“You okay, mate?” he said.
The driver frowned. “Maybe we ought to get you to a doctor or something.” He turned his head and called out to the other. “Hey, Mick?”
“We going over to Radden later ain’t we?”
There was a rustling as his companion checked the route. “Uh, yeah, after Ol’Spark.”
“We can drop him at Radden General can’t we?”
Tom was released, free. He gripped the man’s lapel. “No!” he said. His voice trembled, but was discernable. “Not there. I’m fine. Just need to go.”
The driver spoke slowly, as if he were touched in the head. His voice too sweet, too kind. “Go where, mate?”
“Ben, come on! It’s fucking freezing,” the fatter driver growled.
The man before Tom frowned a last time. “Come on, mate, let’s get you up.”
Tom was lifted from the bench and carried into the fiery belly of the bus. His fingers burned immediately when he was hoisted into the back seat and his legs began to shudder. He hadn’t sensed it before, but he had been cold, very cold, and his hands were a faint shade of blue.
“Go on, get outta here!” the driver called.
A crow was cawing. The thinner driver battered its shadow from the bonnet of the bus and it took flight into the night, but Tom cringed all the same.
“Vermin,” said the moustachioed driver. “Where’d they come from all of a sudden?”
“Dunno, just showed up. Migrating, maybe?”
“Crows? Nah, they don’t migrate.”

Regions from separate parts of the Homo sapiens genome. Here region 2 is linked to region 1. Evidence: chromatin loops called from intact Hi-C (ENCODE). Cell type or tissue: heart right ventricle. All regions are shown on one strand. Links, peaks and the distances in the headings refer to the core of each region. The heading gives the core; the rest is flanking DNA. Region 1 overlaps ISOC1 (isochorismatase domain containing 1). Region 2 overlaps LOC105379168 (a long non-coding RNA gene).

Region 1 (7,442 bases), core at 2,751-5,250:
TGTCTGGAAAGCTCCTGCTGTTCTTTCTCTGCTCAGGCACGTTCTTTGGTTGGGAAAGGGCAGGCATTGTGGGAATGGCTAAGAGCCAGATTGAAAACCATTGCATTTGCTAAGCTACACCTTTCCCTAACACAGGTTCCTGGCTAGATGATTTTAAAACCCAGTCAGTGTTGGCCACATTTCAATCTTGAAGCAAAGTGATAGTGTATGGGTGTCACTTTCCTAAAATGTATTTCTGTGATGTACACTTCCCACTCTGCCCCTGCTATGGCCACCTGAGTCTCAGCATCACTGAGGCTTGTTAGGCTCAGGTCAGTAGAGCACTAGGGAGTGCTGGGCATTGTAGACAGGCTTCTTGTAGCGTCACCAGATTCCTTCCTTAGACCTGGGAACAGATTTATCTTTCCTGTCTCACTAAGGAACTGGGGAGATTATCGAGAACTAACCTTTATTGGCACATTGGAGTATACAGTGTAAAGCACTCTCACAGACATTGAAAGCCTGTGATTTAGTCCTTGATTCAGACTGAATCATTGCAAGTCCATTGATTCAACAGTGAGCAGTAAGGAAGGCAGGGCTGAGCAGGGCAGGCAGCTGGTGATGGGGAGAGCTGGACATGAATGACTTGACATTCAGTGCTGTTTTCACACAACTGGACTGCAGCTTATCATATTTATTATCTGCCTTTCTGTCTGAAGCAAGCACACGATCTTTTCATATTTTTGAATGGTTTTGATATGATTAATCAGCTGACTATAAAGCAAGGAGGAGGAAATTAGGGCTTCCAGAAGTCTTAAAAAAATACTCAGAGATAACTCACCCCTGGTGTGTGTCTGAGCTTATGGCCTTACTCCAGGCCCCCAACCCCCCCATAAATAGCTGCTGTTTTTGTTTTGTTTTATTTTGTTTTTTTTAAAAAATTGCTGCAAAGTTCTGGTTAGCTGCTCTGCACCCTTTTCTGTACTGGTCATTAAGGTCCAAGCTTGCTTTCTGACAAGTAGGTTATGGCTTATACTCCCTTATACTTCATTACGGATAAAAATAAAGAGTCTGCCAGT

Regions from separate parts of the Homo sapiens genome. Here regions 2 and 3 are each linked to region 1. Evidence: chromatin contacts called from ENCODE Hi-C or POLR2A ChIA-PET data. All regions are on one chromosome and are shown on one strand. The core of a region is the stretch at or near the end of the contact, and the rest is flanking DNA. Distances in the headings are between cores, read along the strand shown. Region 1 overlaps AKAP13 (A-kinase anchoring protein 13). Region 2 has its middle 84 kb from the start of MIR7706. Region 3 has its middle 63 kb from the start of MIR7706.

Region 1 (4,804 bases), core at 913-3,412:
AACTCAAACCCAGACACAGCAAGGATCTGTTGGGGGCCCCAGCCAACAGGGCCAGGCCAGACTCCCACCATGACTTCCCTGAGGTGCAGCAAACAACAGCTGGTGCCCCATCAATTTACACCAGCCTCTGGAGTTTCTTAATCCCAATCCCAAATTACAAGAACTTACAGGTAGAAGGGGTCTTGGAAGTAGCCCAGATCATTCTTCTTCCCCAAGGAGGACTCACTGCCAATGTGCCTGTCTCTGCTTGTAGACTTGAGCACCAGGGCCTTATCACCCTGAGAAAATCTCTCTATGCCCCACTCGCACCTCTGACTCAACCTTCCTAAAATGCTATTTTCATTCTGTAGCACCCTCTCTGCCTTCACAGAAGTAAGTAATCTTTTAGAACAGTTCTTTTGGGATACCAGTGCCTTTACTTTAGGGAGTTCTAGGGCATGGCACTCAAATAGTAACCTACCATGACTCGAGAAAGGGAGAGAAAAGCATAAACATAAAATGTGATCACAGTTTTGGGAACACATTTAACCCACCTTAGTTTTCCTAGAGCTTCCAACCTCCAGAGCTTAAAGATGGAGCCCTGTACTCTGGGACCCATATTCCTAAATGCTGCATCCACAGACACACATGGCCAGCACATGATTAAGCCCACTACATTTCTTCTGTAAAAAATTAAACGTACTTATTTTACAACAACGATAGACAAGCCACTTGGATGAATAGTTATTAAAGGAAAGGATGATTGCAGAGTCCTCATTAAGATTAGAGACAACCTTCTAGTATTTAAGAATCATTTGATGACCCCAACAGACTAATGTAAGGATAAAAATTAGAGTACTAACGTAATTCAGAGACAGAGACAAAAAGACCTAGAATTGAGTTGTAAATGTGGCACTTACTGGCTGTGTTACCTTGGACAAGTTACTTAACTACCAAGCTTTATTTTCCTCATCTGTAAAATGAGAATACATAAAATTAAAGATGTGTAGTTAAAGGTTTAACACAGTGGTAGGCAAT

“Bad omen, ain’t they? That’s what Mum says.”
Tom stared out of the window as the doors folded to a close and the engine rattled under him. The depot began to slide away from view, but as it did so Tom leant forwards and watched the snowflakes, still dancing about the clattering door, and then they were gone.
And their absence was wrong.
Thomas. Where are you going?
Tom’s groan roused both drivers, but they let it pass. It seemed that they had become resigned to his vegetative state and were content to leave him to his business. For that, he was glad, but it also terrified him. Finally, he had company, but he was more alone now than in the snow.
Thomas. You can’t run from us, Thomas.
Dramant Street was fading from view and the lot on Lover’s Leap passed overhead. When the lights of the street were cut off by the Rover Building the thoughts—the voice—was deadened. Tom blinked as the voice tried to utter his name once more, but now it was broken, like a radio station with bad reception.
And then Dramant Street was gone.
Tom waited, and the bus trundled, and they hurtled up the A93, but no voices came. He sighed deeply and felt himself deflate. He began to laugh, and the driver turned to him and gave a chuckle of his own.
“I think the cold was just getting to him, Mick. He’s okay now, ain’t you mate?”
Tom laughed only harder and now the fatter driver joined in with his own cracked guffaw. They were all laughing then and the bus’ engine seemed to laugh with them, and together they soared away from the jaws of Dramant Street.